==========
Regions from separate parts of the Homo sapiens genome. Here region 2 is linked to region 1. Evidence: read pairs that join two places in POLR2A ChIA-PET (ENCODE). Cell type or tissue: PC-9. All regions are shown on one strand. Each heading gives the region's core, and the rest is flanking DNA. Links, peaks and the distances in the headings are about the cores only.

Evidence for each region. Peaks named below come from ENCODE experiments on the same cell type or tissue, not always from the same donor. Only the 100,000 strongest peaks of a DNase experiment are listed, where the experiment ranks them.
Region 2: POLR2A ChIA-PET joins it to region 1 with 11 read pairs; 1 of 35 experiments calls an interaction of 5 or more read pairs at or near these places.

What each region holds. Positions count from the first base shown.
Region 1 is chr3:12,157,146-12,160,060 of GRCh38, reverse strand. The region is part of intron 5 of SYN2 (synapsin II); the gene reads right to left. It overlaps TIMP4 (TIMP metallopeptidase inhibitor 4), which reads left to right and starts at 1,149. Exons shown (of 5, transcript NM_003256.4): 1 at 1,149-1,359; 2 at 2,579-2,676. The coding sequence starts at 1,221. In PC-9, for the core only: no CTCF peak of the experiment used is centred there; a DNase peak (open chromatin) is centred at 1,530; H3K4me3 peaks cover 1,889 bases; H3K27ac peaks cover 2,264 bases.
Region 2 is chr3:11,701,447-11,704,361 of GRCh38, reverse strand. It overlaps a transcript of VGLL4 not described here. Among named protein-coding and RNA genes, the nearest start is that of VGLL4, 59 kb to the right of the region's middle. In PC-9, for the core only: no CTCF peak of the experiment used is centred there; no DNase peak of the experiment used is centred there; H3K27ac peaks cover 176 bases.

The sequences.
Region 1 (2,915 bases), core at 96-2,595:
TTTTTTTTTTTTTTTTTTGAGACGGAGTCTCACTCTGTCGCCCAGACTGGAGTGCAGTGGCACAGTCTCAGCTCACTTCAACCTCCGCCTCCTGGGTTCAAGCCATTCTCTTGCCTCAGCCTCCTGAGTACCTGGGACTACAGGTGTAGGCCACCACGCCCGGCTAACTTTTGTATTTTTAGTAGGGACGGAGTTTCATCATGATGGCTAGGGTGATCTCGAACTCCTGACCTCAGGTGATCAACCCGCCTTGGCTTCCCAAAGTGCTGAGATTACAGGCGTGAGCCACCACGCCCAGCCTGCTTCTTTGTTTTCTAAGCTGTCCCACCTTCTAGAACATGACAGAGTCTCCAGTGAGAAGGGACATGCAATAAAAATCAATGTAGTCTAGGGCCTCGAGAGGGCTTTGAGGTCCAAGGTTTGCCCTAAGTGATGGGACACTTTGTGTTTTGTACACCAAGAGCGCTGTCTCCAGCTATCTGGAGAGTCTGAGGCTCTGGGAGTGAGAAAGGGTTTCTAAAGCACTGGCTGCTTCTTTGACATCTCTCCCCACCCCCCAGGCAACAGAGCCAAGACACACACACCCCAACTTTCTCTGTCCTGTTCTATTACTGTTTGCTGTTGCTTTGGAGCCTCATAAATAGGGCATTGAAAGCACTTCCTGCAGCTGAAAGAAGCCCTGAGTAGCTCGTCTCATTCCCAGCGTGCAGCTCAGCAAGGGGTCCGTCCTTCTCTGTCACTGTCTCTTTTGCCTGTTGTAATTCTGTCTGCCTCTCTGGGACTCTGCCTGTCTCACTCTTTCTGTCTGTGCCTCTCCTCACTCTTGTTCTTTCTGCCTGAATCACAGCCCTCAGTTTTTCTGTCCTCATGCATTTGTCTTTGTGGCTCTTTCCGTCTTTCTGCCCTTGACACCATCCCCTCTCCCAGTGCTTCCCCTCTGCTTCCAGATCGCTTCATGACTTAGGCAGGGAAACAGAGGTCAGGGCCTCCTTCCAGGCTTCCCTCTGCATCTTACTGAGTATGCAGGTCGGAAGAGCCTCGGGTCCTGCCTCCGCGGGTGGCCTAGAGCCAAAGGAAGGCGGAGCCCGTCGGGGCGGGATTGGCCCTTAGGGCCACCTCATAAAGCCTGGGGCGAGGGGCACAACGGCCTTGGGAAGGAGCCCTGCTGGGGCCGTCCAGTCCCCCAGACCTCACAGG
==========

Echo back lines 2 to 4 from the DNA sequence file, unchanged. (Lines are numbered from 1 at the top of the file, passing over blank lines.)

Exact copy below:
Evidence for each region. Peaks named below come from ENCODE experiments on the same cell type or tissue, not always from the same donor. Only the 100,000 strongest peaks of a DNase experiment are listed, where the experiment ranks them.
Region 2: POLR2A ChIA-PET joins it to region 1 with 11 read pairs; 1 of 35 experiments calls an interaction of 5 or more read pairs at or near these places.

What each region holds. Positions count from the first base shown.